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March 09, 2016

Clyde DeWitt on Justice Scalia's Legacy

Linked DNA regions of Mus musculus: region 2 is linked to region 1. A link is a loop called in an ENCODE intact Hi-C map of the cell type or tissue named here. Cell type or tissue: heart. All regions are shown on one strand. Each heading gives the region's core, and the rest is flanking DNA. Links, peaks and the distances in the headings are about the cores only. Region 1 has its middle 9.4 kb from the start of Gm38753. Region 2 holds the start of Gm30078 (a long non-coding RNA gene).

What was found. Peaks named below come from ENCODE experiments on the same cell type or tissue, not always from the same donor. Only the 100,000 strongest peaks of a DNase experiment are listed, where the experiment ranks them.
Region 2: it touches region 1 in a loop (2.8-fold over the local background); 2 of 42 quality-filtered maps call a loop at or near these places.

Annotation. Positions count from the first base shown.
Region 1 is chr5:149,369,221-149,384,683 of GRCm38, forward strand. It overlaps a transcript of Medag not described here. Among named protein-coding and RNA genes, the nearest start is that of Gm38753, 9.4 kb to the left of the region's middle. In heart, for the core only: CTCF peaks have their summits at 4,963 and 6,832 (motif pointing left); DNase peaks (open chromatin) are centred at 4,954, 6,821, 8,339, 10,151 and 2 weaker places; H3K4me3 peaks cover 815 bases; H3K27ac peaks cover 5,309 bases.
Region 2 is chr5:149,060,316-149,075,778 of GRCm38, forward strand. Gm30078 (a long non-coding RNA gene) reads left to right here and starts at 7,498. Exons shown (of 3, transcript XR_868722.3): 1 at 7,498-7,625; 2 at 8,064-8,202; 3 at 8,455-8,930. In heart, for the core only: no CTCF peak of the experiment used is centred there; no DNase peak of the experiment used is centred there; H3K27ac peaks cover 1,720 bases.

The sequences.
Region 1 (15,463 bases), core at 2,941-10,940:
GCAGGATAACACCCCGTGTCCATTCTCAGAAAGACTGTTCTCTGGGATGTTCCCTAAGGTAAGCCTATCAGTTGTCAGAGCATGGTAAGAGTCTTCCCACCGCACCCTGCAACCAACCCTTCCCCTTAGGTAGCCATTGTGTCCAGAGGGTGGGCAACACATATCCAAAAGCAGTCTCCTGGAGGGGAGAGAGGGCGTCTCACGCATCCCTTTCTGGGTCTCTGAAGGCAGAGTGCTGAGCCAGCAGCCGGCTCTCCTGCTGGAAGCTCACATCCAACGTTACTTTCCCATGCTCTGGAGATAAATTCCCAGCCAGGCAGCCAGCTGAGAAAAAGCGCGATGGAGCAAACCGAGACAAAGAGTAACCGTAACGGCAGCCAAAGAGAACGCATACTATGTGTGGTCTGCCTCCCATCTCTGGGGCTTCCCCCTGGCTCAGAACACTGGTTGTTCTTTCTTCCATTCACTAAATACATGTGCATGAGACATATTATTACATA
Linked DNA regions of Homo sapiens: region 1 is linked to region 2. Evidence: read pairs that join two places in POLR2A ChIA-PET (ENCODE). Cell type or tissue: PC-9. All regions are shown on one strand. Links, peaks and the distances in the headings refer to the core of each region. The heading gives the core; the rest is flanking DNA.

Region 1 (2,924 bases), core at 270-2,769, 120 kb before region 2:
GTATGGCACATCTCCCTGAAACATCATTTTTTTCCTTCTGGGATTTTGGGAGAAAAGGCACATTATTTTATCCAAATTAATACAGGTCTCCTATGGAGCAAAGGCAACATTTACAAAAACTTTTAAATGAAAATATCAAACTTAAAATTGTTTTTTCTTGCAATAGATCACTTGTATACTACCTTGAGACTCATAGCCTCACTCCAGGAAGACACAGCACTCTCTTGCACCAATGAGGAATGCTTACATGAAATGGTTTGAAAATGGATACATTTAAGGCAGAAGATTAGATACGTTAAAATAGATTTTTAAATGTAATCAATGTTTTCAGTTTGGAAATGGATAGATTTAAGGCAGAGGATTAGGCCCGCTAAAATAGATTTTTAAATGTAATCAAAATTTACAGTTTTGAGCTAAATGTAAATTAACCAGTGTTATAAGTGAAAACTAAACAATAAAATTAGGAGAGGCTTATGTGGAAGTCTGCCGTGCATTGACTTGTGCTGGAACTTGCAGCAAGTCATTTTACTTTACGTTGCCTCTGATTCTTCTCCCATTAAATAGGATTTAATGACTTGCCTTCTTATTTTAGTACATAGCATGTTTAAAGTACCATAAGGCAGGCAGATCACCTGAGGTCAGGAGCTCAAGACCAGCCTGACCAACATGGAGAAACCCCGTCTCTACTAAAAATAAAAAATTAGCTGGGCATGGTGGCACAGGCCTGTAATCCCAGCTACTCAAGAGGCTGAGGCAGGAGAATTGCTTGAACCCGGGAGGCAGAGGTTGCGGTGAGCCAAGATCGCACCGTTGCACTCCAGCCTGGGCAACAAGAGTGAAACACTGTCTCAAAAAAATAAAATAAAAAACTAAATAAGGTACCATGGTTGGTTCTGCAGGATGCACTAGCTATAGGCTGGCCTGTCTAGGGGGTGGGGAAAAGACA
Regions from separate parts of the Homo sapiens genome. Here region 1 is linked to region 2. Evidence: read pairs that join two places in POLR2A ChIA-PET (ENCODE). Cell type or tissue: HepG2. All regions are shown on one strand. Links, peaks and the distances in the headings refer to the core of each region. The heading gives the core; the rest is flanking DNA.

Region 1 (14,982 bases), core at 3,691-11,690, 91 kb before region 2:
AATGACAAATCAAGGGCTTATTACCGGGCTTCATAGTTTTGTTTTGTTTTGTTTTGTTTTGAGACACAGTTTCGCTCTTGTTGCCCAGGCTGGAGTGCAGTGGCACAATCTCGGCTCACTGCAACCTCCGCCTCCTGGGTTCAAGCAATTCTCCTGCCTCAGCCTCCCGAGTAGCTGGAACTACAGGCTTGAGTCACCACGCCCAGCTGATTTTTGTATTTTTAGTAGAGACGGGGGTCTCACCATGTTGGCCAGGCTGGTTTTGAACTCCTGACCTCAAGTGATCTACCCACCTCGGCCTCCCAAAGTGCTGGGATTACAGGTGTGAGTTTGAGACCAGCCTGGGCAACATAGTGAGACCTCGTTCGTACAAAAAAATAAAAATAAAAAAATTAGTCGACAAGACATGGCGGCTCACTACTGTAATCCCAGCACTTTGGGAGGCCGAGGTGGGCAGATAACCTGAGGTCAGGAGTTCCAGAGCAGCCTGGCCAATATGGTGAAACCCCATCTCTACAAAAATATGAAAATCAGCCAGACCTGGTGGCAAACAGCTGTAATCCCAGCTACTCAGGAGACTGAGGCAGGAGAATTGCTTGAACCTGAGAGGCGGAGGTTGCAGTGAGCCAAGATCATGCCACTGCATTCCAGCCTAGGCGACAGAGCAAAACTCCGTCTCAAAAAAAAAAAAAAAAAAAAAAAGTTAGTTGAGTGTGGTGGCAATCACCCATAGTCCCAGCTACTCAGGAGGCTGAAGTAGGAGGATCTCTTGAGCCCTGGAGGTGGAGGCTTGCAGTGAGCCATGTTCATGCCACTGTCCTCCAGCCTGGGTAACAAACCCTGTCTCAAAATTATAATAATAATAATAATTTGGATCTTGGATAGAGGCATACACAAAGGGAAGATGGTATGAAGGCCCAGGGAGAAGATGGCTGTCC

This article originally ran in the March 2016 issue of AVN magazine. Click here to see the digital edition. Upon his recent death, Justice Antonin Scalia was the longest-serving justice sitting on the United States Supreme Court. “Nino” Scalia, known as much for his dear friendship with the other justices on the Court as for his spirited sparring during oral arguments and his blistering dissents, from the day he took office in 1986, was idolized by conservatives as supplying intellectual firepower for their cause, central to which was his vehement opposition to Roe v. Wade. Neither his intellect nor his congeniality ever were credibly challenged. A native of suburban New York City, educated at a Manhattan prep school, at Georgetown and at Harvard Law, he went to private practice and then the University of Virginia as a professor; and later the University of Chicago, where he put a charge into the fledgling ultra-conservative Federalist Society. He worked in the Nixon, Ford and Reagan administrations, the latter rewarding him with an appointment to the United States Court of Appeals District of Columbia Circuit. Recall that President Reagan’s first appointment to the Supreme Court was Sandra Day O’Connor, a justice who did not materialize into the conservative mold for which the Republicans were hoping. During his 1994 campaign for his second term, Reagan aggressively courted evangelicals; and, after his landslide reelection to which they so profoundly contributed, he owed them. In 1986, then-Chief Justice Warren Berger announced that he was stepping down. The attorney general by then was Edwin Meese III, remembered most by readers as having set in motion the hearings which culminated in the so-called Meese Commission Report and launching the federal government’s attack on the adult mail-order (Operation PostPorn) and video (Operation Woodworm) industries, vowing to rid the country of explicit pornography. However, another function of the Department of Justice is to advise the president about judicial appointments. Meese orchestrated a double whammy:  First, President Reagan would nominate then-Associate Justice William H. Rehnquist to be the chief justice. Rehnquist, appointed by President Nixon in 1972, he was indisputably the most conservative justice on the Court. Elevating Rehnquist to the chief justice position would leave an opening for a new associate justice. For that opening, the nominee would be Antonin Scalia, then a judge on the Court of Appeals for the District of Columbia Circuit. Scalia was not then widely known, which is the case with most justices on lower federal courts. However, he was the perfect choice for Meese. Although it is obvious that Meese’s Department of Justice had thoroughly vetted Scalia, especially with respect to abortion, that wasn’t widely known. The Republicans were determined to not repeat the mistake that they perceived in Justice O’Connor’s appointment. Additionally, Scalia would be bound to do well in confirmation hearings. He was brilliant, yet affable—an avuncular scholar. Both were confirmed; and on September 26, 1986, Rehnquist was installed as chief justice; and Scalia was installed to replace him as associate justice. That combination left hook and right-hand cross meant that the Republicans had installed the most proven of a conservative Chief Justice imaginable, along with a new associate justice who was almost certain to be at least as far to the right. If the chief justice is in the majority on a case, it is the chief justice who decides which justice will author the majority opinion, including that the chief justice can keep the assignment for himself. As an aside, concurring and dissenting opinions are optional. Any justice who feels the need to chime in may do so. For dissenting opinions, Scalia wrote many against positions that AVN readers likely embrace. As to oral argument, similar latitude is allowed. At one extreme is Justice Thomas, who almost never asks questions. Justice Scalia was the opposite extreme, appearing to view oral argument as a sport. That was especially true in a case where, going in, he had already made up his mind. He would pepper litigants with questions to make light of the argument that he disfavored. From time to time, Justice Scalia did make rather surprising votes that Republicans did not embrace. For example, he voted to require a jury finding of facts that would increase a sentence in a criminal case.All told, Justice Scalia was a Supreme Court powerhouse. The court plainly will be worlds different without him.

 
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